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Parental tobacco use is associated with increased risk of child malnutrition in Bangladesh.
Nutrition. 2007 Oct; 23(10):731-8.N

Abstract

OBJECTIVES

We investigated the relation between parental tobacco use and malnutrition in children <5 y of age and compared expenditures on foods in households with and without tobacco use.

METHODS

Tobacco use, child anthropometry, and other factors were examined in a stratified, multistage cluster sample of 77 678 households from the Bangladesh Nutrition Surveillance Project (2005-2006). Main outcome measurements were stunting, underweight, and wasting, and severe stunting, severe underweight, and severe wasting. Secondary outcomes included the proportion of household expenditures spent on food.

RESULTS

The prevalence of parental tobacco use was 69.9%. Using the new World Health Organization child growth standards, prevalences of stunting, underweight, and wasting were 46.0%, 37.6%, and 12.3%, respectively. After adjusting for potential confounders, parental tobacco use was associated with an increased risk of stunting (odds ratio [OR] 1.17, 95% confidence interval [CI] 1.12-1.21, P < 0.0001), underweight (OR 1.17, 95% CI 1.12-1.22, P < 0.0001), and wasting (OR 1.10, 95% CI 1.03-1.17, P = 0.004), and severe stunting (OR 1.16, 95% CI 1.10-1.23, P < 0.0001), severe underweight (OR 1.21, 95% CI 1.13-1.30, P < 0.0001), and severe wasting (OR 1.14, 95% CI 0.98-1.32, P = 0.09). Households with tobacco use spent proportionately less per capita on food items and other necessities.

CONCLUSIONS

In Bangladesh parental tobacco use may exacerbate child malnutrition and divert household funds away from food and other necessities. Further studies with a stronger analytic approach are needed. These results suggest that tobacco control should be part of public health strategies aimed at decreasing child malnutrition in developing countries.

Authors+Show Affiliations

Department of International Health, Johns Hopkins Bloomberg School of Public Health, Baltimore, Maryland, USA.No affiliation info availableNo affiliation info availableNo affiliation info availableNo affiliation info availableNo affiliation info available

Pub Type(s)

Journal Article
Research Support, Non-U.S. Gov't

Language

eng

PubMed ID

17664060

Citation

Best, Cora M., et al. "Parental Tobacco Use Is Associated With Increased Risk of Child Malnutrition in Bangladesh." Nutrition (Burbank, Los Angeles County, Calif.), vol. 23, no. 10, 2007, pp. 731-8.
Best CM, Sun K, de Pee S, et al. Parental tobacco use is associated with increased risk of child malnutrition in Bangladesh. Nutrition. 2007;23(10):731-8.
Best, C. M., Sun, K., de Pee, S., Bloem, M. W., Stallkamp, G., & Semba, R. D. (2007). Parental tobacco use is associated with increased risk of child malnutrition in Bangladesh. Nutrition (Burbank, Los Angeles County, Calif.), 23(10), 731-8.
Best CM, et al. Parental Tobacco Use Is Associated With Increased Risk of Child Malnutrition in Bangladesh. Nutrition. 2007;23(10):731-8. PubMed PMID: 17664060.
* Article titles in AMA citation format should be in sentence-case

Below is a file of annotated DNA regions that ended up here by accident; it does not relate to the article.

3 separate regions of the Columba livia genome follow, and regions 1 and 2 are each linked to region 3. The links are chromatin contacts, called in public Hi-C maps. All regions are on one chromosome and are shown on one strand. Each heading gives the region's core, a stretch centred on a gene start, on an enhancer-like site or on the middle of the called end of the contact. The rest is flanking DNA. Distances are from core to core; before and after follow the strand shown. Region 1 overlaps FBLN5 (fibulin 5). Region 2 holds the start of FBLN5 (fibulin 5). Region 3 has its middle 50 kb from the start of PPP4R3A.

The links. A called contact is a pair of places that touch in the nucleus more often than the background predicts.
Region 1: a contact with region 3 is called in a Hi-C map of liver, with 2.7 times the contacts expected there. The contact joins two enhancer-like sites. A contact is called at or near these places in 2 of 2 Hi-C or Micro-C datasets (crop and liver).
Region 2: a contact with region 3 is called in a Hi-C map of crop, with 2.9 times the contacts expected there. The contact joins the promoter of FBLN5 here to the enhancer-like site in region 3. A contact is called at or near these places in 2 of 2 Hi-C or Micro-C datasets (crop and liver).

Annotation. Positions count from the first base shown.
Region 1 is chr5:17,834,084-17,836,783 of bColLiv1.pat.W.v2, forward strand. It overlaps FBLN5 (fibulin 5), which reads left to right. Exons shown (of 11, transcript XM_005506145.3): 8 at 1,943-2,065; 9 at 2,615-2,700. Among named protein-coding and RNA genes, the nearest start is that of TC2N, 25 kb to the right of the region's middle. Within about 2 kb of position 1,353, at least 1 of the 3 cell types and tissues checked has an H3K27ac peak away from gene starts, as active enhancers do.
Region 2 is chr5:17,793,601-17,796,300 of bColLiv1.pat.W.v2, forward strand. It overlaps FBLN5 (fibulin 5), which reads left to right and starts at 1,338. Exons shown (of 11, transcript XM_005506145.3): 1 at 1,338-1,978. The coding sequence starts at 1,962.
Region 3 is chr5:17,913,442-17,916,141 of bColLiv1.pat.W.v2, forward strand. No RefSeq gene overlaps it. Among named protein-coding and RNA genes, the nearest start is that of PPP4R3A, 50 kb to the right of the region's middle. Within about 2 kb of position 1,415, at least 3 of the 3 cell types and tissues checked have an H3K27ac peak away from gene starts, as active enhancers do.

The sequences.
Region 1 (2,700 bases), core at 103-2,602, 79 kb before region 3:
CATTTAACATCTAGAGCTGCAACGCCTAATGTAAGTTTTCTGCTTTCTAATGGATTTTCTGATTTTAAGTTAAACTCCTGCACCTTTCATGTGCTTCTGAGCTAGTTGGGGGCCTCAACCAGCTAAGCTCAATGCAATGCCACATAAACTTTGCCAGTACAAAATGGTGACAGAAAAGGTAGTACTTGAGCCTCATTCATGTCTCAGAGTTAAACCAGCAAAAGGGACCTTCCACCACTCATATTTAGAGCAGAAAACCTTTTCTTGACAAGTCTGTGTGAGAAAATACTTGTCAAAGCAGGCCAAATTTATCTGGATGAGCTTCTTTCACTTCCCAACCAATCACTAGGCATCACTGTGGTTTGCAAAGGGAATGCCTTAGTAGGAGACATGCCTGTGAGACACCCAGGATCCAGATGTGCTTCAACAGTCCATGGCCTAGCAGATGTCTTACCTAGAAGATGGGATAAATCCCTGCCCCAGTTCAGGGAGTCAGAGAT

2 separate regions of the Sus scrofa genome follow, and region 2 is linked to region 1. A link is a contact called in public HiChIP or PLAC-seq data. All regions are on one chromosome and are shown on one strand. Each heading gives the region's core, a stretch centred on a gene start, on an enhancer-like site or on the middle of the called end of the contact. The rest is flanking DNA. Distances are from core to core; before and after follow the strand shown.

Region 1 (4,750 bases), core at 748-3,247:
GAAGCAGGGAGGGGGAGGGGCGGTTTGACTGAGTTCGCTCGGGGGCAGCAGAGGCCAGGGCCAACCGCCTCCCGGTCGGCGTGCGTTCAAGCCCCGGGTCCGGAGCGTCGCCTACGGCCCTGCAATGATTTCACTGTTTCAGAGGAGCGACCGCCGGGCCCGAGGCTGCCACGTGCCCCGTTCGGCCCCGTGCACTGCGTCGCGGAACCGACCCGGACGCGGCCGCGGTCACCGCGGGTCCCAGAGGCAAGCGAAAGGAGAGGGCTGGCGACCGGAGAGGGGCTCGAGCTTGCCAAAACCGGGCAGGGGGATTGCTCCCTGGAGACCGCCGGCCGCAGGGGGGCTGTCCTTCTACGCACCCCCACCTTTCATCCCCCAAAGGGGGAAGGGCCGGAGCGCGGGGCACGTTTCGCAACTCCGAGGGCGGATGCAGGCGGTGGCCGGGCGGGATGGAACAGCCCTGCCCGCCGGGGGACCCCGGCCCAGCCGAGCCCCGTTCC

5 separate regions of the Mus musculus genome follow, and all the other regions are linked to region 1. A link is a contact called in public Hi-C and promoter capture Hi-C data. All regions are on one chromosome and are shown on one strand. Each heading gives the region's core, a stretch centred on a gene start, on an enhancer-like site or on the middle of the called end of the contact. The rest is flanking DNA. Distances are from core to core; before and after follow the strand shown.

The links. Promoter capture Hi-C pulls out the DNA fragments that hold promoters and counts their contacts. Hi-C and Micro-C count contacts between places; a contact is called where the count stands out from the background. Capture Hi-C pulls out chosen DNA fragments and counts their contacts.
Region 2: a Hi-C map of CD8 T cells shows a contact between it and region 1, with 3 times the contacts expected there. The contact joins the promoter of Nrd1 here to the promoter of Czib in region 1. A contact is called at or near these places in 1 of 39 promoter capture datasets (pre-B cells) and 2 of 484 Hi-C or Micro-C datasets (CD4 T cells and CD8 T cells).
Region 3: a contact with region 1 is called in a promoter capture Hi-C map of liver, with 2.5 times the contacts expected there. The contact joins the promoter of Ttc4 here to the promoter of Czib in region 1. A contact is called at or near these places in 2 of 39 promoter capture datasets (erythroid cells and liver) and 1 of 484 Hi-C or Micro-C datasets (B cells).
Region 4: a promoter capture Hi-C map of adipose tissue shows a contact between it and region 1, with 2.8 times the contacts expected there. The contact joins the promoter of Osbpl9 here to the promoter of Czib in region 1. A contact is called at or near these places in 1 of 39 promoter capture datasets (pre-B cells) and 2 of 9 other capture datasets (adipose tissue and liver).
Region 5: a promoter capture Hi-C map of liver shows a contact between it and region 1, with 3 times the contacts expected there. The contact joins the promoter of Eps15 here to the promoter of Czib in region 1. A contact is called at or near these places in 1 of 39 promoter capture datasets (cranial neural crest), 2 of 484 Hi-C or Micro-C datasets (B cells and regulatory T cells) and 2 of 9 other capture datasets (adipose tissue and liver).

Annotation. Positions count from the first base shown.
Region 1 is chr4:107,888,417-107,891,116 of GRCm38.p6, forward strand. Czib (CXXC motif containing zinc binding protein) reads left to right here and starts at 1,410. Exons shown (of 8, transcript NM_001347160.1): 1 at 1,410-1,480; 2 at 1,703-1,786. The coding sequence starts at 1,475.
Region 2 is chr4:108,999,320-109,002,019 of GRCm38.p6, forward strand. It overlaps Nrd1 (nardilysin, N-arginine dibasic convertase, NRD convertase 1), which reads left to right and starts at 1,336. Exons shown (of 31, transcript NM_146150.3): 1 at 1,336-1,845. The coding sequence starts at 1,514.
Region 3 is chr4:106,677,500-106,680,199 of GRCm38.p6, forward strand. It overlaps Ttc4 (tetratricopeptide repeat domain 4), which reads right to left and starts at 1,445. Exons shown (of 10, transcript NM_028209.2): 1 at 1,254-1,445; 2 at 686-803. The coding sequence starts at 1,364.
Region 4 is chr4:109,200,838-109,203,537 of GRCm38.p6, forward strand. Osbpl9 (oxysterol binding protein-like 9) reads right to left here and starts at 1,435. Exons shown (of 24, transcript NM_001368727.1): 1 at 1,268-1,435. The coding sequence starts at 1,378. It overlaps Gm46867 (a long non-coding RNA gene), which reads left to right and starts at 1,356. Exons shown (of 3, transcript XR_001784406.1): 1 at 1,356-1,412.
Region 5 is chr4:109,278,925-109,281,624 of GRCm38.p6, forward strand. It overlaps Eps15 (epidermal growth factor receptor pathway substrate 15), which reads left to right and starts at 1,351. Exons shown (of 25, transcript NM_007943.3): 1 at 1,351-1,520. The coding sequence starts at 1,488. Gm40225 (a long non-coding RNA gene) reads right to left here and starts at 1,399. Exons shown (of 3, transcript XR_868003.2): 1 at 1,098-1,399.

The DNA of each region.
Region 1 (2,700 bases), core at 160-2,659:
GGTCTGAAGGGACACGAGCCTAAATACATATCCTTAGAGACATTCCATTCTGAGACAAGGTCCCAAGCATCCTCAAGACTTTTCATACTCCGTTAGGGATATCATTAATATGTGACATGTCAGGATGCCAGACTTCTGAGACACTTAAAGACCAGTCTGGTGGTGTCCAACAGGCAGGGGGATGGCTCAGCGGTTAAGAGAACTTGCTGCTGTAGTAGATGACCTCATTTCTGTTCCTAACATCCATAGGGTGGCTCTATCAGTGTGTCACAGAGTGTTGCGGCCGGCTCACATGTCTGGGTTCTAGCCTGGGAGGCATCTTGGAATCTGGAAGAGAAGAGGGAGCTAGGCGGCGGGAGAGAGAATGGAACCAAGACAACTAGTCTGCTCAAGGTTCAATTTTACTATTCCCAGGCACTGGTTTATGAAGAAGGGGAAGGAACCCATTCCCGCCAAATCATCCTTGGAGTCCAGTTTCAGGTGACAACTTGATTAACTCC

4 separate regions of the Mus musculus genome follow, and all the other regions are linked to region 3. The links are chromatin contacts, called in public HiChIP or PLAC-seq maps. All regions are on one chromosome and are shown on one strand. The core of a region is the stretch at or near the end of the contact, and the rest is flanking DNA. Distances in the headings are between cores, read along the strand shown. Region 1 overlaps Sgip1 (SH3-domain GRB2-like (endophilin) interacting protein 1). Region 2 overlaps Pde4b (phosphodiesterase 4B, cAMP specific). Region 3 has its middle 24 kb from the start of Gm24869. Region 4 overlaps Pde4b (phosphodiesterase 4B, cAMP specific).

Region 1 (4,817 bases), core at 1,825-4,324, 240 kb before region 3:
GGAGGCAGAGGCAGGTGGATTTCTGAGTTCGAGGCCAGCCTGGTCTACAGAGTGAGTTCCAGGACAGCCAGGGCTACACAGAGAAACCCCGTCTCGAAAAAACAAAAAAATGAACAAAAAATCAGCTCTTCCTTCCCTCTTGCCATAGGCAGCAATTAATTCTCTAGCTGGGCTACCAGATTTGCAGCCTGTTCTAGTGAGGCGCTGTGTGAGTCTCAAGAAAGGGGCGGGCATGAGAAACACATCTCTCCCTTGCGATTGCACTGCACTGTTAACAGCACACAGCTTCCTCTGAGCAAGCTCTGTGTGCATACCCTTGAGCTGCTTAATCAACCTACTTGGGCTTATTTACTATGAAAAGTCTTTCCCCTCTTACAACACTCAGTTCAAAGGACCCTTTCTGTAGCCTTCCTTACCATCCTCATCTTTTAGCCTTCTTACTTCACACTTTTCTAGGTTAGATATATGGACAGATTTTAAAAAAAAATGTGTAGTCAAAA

TY - JOUR T1 - Parental tobacco use is associated with increased risk of child malnutrition in Bangladesh. AU - Best,Cora M, AU - Sun,Kai, AU - de Pee,Saskia, AU - Bloem,Martin W, AU - Stallkamp,Gudrun, AU - Semba,Richard D, Y1 - 2007/07/30/ PY - 2007/01/09/received PY - 2007/06/23/revised PY - 2007/06/25/accepted PY - 2007/8/1/pubmed PY - 2007/12/6/medline PY - 2007/8/1/entrez SP - 731 EP - 8 JF - Nutrition (Burbank, Los Angeles County, Calif.) JO - Nutrition VL - 23 IS - 10 N2 - OBJECTIVES: We investigated the relation between parental tobacco use and malnutrition in children <5 y of age and compared expenditures on foods in households with and without tobacco use. METHODS: Tobacco use, child anthropometry, and other factors were examined in a stratified, multistage cluster sample of 77 678 households from the Bangladesh Nutrition Surveillance Project (2005-2006). Main outcome measurements were stunting, underweight, and wasting, and severe stunting, severe underweight, and severe wasting. Secondary outcomes included the proportion of household expenditures spent on food. RESULTS: The prevalence of parental tobacco use was 69.9%. Using the new World Health Organization child growth standards, prevalences of stunting, underweight, and wasting were 46.0%, 37.6%, and 12.3%, respectively. After adjusting for potential confounders, parental tobacco use was associated with an increased risk of stunting (odds ratio [OR] 1.17, 95% confidence interval [CI] 1.12-1.21, P < 0.0001), underweight (OR 1.17, 95% CI 1.12-1.22, P < 0.0001), and wasting (OR 1.10, 95% CI 1.03-1.17, P = 0.004), and severe stunting (OR 1.16, 95% CI 1.10-1.23, P < 0.0001), severe underweight (OR 1.21, 95% CI 1.13-1.30, P < 0.0001), and severe wasting (OR 1.14, 95% CI 0.98-1.32, P = 0.09). Households with tobacco use spent proportionately less per capita on food items and other necessities. CONCLUSIONS: In Bangladesh parental tobacco use may exacerbate child malnutrition and divert household funds away from food and other necessities. Further studies with a stronger analytic approach are needed. These results suggest that tobacco control should be part of public health strategies aimed at decreasing child malnutrition in developing countries. SN - 0899-9007 UR - https://www.unboundmedicine.com/medline/citation/17664060/Parental_tobacco_use_is_associated_with_increased_risk_of_child_malnutrition_in_Bangladesh_ L2 - https://linkinghub.elsevier.com/retrieve/pii/S0899-9007(07)00219-5 DB - PRIME DP - Unbound Medicine ER -